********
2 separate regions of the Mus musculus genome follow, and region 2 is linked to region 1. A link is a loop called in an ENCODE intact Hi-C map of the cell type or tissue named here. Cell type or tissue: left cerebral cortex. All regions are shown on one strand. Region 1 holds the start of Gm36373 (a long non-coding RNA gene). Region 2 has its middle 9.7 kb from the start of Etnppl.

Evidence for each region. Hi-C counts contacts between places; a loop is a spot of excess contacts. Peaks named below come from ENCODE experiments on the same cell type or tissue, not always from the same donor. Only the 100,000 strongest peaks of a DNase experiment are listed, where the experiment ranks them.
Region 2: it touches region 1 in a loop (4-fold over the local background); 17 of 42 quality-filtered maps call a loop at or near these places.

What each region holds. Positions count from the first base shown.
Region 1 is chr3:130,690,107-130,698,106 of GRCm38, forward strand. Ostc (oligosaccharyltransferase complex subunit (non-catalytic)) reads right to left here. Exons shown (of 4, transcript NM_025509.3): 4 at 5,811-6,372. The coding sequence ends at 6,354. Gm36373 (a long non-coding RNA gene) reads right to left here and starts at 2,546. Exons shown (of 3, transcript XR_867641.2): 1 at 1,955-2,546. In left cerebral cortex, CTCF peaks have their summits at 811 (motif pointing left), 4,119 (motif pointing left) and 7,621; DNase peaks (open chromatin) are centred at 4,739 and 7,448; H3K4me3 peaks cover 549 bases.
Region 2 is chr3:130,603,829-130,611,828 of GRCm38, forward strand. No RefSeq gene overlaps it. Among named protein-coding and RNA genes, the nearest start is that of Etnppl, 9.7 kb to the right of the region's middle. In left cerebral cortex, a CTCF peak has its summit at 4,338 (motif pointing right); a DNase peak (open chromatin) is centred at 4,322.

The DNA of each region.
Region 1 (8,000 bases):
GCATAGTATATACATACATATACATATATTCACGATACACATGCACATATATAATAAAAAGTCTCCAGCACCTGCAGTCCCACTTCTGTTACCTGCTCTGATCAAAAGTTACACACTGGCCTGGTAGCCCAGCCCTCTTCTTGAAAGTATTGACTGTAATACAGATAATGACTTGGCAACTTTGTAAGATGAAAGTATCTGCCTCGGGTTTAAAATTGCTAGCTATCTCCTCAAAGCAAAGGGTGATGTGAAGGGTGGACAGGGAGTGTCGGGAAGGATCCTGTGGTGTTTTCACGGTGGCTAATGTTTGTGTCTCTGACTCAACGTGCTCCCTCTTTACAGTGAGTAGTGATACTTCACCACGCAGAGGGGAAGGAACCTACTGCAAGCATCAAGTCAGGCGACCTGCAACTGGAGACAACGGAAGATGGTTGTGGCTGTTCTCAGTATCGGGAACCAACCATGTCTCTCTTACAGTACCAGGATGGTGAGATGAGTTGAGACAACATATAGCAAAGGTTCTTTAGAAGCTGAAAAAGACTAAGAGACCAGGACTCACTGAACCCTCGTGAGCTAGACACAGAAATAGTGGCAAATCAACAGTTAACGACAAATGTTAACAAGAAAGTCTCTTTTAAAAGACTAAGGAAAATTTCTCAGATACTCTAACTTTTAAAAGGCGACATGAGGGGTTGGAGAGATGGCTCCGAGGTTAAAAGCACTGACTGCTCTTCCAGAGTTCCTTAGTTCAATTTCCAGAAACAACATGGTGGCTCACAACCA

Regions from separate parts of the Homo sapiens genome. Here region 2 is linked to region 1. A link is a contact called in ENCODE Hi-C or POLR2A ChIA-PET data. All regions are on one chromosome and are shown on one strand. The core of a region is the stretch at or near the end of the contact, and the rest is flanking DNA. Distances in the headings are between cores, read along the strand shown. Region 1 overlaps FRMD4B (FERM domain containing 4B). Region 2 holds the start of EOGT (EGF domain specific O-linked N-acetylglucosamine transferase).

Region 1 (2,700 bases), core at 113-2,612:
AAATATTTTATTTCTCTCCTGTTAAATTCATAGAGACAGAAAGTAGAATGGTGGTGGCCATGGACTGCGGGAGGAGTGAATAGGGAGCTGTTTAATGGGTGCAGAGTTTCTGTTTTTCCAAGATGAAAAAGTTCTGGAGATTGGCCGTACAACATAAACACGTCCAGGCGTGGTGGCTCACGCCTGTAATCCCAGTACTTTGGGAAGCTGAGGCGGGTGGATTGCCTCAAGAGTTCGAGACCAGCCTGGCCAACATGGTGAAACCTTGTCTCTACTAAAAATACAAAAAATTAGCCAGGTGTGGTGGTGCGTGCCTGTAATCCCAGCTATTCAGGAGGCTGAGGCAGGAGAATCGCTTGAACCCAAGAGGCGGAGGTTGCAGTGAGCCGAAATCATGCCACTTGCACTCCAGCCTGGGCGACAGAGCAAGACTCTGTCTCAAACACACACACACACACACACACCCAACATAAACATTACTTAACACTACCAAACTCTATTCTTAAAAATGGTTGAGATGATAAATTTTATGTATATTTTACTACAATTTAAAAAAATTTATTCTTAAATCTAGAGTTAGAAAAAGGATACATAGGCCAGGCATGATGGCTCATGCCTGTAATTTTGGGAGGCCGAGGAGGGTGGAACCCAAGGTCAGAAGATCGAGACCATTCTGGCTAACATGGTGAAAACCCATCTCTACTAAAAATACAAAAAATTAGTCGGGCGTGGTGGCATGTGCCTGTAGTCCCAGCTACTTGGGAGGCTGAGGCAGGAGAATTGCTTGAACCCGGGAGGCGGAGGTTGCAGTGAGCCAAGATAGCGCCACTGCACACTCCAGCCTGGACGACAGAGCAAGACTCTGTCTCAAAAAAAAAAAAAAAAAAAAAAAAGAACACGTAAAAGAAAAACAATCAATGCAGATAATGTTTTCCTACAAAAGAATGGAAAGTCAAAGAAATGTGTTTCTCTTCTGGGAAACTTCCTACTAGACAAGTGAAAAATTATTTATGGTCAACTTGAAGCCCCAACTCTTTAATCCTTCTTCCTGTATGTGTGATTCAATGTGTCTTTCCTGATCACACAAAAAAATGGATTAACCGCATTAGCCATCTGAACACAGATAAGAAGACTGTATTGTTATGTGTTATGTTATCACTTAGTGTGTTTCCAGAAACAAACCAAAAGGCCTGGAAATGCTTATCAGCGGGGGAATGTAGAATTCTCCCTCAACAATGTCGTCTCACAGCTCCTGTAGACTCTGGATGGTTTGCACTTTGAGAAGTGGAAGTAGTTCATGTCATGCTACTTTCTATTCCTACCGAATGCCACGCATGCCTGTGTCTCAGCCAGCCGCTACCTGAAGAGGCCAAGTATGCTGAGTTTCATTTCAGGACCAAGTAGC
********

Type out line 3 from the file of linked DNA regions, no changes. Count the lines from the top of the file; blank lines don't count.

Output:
Region 2: it touches region 1 in a loop (4-fold over the local background); 17 of 42 quality-filtered maps call a loop at or near these places.